The Scottish Government must bring real change to the agricultural sector as soon as the UK leaves the EU to avoid a cliff edge in 2024, says Peter Chapman, North East Scotland MSP.
As the end of March 2019 and our exit from the EU draws ever closer, at last minds are beginning to focus on the task ahead and some movement is evident.
As I write on Monday, news of the crunch cabinet meeting at Chequers on Friday is being pored over and dissected.
There has been a lot of activity since, as the unified result has not been to everyone’s taste. I wish Dominic Raab all the best as the next Brexit Minister and hope his appointment will be a catalyst for the best possible deal.
The Prime Minister Theresa May has at last formed a strategy which people can get behind, and has been congratulated by Scottish Conservative leader Ruth Davidson.
Of course her political opponents of all colours are doing their best to undermine all that good work for their own short-term aims.
We desperately need an agreed position across all political parties so we can negotiate with the EU 27 from a position of strength to get the best deal we can.
We also need to see more willingness from the other side to start making some concessions to find that frictionless deal on trade which is good for us and the rest of Europe.
Closer to home, Rural Affairs Secretary Fergus Ewing at last produced a document giving some ideas as to where agriculture is headed post-Brexit.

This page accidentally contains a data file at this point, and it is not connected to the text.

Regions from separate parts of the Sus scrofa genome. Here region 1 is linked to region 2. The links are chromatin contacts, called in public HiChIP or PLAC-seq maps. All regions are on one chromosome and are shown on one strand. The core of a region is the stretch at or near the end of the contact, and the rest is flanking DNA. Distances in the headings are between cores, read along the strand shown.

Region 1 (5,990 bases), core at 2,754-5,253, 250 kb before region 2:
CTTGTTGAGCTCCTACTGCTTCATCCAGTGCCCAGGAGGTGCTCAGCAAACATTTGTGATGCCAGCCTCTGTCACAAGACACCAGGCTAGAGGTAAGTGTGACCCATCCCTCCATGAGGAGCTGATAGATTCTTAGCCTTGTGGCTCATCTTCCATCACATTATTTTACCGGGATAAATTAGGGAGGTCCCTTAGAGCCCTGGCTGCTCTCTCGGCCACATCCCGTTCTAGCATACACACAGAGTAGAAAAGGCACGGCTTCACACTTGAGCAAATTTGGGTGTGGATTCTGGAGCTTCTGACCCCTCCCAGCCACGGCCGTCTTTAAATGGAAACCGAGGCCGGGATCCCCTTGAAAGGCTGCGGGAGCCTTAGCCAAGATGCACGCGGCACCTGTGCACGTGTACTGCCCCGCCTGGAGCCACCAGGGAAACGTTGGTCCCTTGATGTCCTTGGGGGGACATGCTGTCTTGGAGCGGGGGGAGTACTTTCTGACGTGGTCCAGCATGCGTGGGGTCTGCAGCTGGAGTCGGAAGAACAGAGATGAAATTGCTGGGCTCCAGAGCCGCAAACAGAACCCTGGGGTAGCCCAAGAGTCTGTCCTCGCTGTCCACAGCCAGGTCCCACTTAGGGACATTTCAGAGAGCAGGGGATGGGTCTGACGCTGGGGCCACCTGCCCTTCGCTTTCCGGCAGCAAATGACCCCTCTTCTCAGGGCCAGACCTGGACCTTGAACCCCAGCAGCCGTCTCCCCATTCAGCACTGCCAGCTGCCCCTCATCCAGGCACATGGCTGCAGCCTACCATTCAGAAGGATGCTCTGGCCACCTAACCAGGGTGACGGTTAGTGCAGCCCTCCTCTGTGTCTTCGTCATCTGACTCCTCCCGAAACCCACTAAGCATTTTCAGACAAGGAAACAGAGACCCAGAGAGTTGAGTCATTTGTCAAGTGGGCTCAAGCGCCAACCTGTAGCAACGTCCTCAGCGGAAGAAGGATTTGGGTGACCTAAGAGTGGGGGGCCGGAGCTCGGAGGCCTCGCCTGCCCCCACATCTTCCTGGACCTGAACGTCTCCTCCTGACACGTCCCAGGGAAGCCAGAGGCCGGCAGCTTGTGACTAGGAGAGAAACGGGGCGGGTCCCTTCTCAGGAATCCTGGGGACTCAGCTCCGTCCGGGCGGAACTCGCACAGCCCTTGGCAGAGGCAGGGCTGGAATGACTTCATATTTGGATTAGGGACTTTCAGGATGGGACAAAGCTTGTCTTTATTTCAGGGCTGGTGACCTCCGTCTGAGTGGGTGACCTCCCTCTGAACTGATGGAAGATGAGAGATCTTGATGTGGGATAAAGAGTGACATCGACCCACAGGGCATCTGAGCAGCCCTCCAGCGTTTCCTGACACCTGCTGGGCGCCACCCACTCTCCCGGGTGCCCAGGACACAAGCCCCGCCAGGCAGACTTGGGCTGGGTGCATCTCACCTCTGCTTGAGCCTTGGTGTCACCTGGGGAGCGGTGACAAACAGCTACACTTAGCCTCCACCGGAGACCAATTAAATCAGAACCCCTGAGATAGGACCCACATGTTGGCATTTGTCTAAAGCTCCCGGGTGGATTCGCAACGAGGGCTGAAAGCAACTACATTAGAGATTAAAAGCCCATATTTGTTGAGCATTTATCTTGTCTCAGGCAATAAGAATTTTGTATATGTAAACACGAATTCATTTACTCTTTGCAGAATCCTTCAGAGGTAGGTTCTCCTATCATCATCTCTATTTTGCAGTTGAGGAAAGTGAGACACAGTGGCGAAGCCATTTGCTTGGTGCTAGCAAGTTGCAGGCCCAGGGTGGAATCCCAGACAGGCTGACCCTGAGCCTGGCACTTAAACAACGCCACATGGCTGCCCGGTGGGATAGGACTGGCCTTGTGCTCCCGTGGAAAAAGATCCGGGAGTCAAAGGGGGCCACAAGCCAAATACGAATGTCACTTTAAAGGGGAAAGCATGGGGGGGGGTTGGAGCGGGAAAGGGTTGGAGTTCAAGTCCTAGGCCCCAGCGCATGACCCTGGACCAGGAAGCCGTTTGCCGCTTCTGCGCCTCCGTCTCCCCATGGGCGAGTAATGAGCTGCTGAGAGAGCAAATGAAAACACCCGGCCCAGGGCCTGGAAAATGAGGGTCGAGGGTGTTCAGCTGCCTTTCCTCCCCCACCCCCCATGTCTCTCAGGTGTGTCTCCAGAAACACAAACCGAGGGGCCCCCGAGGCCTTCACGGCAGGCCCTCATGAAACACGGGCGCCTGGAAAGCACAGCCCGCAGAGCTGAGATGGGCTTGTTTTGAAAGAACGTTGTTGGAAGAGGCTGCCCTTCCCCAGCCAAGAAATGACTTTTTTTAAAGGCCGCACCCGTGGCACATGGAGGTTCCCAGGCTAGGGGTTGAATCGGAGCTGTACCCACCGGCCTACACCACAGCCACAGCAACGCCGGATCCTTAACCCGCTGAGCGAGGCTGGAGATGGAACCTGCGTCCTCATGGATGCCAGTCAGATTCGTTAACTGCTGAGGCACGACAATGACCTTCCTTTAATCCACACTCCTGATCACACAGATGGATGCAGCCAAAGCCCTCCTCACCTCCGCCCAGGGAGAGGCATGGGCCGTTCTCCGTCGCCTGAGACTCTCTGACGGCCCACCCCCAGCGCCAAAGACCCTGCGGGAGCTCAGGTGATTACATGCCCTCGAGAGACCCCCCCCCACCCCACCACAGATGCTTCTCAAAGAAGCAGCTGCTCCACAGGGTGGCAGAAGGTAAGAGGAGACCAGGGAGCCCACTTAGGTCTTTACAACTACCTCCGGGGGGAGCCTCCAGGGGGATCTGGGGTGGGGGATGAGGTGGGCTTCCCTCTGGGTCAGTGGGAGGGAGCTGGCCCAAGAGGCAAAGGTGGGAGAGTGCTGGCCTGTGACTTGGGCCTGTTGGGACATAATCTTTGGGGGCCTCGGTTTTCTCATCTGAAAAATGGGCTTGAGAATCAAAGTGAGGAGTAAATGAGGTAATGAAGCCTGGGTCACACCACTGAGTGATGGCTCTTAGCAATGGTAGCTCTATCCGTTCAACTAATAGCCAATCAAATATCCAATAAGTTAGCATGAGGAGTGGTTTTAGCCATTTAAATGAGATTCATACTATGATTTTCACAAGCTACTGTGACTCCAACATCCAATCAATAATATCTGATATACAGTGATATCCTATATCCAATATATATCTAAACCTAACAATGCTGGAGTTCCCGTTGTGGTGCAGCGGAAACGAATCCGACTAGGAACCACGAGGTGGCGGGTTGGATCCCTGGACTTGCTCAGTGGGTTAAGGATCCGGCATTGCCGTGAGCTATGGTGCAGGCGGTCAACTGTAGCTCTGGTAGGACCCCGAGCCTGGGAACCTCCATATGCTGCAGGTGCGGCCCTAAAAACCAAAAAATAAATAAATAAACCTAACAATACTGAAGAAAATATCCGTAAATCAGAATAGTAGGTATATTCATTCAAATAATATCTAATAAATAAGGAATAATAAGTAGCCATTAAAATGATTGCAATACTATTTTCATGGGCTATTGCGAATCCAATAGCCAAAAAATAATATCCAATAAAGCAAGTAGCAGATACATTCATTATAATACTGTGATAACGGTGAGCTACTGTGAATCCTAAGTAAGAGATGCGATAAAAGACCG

Pressure from our team in parliament and the wider industry over many months meant that the day before the Highland Show, he was forced to show his hand.
Going to the show with nothing to say on Brexit for another year was simply not an option. He would have been crucified, and rightly so, if he had attempted that.
To my mind, this is still a very woolly document with very little detail and it could, and should, have been made public many months ago.
I have always said that Brexit is full of difficulties and uncertainties, but the big prize is the ability to create a new system of support for Scottish agriculture that is much better targeted at our needs than the Common Agricultural Policy (CAP) could ever be.
Given that Michael Gove was absolutely clear that the same level of funding for pillars one and two would be available until at least 2022 and that it was for the Scottish Government to design the system of support, it is disappointing that we are not further down the road.
At least we now have something to discuss and it is right that the industry is being asked to comment on the various questions being consulted on.
I agree a five-year transition period will provide some certainty and stability, but this period must start the process of real change immediately after March 2019 otherwise we will face a cliff edge in 2024 rather than one earlier in the process.
The industry knows change is coming and there is a willingness to accept change which we haven’t seen before.
Fergus needs to build on that and accept it is for him to come up with some detailed proposals as soon as possible to give this great industry some idea what lies ahead and allow our farmers to plan for their future.
That must be his priority.